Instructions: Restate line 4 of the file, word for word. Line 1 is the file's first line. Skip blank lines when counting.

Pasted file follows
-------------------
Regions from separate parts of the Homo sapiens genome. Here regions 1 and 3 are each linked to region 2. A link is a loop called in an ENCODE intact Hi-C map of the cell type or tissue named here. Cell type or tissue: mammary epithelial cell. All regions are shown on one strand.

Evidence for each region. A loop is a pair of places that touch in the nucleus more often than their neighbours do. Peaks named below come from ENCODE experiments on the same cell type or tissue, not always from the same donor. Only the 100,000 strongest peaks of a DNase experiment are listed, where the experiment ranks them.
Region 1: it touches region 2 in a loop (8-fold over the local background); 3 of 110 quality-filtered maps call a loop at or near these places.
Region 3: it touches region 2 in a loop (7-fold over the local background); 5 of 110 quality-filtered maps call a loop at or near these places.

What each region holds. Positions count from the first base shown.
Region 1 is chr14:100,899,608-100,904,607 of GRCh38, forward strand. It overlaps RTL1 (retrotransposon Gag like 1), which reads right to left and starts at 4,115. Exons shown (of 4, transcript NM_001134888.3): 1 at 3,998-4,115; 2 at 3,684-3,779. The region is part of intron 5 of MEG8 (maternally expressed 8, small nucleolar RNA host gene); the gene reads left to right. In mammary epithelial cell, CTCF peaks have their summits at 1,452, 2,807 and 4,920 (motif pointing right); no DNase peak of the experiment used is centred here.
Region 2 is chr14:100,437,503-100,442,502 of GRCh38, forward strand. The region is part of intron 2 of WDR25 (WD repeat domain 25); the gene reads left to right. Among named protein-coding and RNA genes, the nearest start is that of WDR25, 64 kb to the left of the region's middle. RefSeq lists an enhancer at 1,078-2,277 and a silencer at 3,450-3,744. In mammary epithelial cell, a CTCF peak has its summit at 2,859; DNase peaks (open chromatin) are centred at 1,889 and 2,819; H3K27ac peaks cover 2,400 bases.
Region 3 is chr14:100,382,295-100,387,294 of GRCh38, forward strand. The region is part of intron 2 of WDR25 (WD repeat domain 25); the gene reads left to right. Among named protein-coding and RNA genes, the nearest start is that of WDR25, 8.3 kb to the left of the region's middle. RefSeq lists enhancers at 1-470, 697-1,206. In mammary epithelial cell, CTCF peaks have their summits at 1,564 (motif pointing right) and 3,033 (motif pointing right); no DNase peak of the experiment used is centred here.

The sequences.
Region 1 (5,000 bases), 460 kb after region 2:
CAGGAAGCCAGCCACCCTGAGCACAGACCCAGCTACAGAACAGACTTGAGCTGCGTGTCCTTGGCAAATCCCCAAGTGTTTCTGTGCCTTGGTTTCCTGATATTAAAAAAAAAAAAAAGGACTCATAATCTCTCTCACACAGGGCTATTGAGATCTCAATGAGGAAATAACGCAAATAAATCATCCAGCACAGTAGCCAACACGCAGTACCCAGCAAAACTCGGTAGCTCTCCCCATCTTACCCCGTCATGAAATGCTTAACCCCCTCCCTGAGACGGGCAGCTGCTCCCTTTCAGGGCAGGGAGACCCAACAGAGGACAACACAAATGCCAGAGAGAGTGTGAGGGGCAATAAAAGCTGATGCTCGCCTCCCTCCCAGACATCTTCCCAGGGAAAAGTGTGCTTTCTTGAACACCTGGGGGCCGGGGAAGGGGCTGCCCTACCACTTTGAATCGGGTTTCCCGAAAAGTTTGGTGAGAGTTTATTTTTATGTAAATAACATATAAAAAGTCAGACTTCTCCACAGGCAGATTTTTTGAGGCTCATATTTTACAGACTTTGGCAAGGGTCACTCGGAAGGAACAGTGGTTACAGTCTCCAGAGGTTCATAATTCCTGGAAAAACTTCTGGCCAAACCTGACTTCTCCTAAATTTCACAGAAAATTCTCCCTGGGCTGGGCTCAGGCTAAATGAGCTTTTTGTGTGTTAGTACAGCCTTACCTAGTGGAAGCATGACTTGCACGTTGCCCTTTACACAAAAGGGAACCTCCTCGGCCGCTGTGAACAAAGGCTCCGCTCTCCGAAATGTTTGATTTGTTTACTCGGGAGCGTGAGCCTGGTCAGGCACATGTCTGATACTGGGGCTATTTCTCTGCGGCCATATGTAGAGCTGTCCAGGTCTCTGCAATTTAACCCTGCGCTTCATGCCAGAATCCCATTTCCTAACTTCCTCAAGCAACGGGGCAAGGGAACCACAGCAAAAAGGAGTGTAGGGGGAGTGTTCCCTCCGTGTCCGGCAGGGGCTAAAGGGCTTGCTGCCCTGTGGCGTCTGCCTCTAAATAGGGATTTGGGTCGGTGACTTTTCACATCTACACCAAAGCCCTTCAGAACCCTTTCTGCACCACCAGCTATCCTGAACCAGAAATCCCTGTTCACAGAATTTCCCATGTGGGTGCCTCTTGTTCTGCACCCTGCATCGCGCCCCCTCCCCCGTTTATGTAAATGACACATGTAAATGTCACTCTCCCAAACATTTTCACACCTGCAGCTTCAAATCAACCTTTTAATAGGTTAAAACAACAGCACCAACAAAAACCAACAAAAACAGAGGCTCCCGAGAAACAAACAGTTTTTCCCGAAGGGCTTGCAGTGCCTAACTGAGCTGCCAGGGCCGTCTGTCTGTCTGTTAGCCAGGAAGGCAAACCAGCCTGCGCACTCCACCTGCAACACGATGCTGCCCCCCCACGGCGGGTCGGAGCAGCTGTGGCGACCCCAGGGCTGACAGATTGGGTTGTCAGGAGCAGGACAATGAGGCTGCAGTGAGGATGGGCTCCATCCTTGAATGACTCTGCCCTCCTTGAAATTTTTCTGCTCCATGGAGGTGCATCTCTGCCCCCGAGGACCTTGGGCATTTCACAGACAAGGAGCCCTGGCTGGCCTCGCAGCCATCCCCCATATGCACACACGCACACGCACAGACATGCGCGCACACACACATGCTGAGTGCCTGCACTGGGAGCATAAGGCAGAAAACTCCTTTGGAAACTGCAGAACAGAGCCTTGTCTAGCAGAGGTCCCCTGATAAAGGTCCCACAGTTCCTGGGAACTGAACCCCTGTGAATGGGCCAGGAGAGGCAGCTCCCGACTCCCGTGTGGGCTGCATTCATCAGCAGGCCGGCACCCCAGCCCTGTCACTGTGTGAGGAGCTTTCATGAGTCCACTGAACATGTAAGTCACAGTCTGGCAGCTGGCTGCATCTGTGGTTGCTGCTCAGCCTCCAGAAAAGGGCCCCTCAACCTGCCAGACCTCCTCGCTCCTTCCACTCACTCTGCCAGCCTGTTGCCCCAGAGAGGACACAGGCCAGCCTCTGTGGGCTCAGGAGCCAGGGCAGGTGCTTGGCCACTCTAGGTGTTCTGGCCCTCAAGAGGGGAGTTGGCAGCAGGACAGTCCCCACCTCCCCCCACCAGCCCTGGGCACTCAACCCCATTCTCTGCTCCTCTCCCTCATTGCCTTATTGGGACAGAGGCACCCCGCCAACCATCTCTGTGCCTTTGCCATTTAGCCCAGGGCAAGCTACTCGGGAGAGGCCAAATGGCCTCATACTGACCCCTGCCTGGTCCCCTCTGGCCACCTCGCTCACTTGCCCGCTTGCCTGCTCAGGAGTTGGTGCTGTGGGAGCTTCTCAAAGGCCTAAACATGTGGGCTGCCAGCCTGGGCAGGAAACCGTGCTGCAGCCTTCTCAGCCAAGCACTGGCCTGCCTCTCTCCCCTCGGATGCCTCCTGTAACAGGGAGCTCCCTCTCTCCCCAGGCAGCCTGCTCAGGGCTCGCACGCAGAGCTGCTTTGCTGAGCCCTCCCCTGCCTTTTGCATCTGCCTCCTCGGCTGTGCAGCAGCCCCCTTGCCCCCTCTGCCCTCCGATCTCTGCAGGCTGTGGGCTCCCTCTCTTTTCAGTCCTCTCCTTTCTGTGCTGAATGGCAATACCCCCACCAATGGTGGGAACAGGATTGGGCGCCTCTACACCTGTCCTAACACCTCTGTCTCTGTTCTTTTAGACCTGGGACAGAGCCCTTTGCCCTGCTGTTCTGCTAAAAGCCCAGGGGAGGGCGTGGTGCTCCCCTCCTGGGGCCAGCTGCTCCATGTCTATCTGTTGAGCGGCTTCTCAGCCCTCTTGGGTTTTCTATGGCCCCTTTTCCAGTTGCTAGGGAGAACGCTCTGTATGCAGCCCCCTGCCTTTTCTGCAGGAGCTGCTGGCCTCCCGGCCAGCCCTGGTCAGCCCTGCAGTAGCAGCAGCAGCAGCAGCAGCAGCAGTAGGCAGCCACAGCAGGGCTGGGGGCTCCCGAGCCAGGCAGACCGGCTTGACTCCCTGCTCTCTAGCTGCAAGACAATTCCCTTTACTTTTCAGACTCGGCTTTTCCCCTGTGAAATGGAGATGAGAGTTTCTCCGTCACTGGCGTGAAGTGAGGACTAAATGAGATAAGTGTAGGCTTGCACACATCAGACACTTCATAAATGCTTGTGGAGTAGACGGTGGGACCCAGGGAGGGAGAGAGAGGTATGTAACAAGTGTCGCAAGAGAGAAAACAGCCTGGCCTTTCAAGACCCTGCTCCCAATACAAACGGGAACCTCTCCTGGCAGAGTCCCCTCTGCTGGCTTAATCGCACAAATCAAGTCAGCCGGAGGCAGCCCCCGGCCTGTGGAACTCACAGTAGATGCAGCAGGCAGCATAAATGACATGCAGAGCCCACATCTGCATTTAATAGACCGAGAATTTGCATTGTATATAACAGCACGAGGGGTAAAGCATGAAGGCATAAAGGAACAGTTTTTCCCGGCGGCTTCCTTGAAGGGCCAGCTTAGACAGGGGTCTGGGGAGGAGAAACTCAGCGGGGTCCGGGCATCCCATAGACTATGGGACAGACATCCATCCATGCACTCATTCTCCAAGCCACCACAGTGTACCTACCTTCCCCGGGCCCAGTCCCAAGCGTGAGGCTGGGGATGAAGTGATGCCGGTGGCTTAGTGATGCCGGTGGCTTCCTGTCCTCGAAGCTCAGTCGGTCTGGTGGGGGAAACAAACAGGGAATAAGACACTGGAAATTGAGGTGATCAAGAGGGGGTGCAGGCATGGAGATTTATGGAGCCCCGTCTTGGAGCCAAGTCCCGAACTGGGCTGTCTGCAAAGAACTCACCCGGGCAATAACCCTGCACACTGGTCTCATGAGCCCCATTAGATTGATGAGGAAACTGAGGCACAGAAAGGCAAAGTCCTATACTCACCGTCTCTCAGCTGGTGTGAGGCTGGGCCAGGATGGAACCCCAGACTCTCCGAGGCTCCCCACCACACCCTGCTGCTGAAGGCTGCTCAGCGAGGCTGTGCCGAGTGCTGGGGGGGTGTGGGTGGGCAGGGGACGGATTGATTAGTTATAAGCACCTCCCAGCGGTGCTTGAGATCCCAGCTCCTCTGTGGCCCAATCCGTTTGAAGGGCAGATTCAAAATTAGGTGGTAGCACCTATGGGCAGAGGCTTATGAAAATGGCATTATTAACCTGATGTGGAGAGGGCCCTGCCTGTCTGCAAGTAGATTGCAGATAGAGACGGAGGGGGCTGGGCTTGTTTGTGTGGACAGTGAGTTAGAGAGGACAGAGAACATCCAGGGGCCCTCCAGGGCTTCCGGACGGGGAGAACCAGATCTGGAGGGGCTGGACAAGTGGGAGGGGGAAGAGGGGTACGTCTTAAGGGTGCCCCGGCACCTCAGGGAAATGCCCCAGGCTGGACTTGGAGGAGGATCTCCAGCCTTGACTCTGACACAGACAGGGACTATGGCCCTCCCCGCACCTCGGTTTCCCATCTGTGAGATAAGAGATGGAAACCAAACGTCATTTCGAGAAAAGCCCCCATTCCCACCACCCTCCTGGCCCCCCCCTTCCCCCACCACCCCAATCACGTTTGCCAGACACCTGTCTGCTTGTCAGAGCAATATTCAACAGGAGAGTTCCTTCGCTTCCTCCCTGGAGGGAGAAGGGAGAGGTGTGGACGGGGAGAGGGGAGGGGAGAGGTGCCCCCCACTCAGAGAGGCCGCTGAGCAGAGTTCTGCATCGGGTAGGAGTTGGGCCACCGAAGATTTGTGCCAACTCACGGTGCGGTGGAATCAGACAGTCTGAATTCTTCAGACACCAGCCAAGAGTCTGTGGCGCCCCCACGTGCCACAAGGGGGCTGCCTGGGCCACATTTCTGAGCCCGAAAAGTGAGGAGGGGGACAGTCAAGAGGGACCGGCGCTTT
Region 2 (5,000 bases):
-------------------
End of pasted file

Region 3: it touches region 2 in a loop (7-fold over the local background); 5 of 110 quality-filtered maps call a loop at or near these places.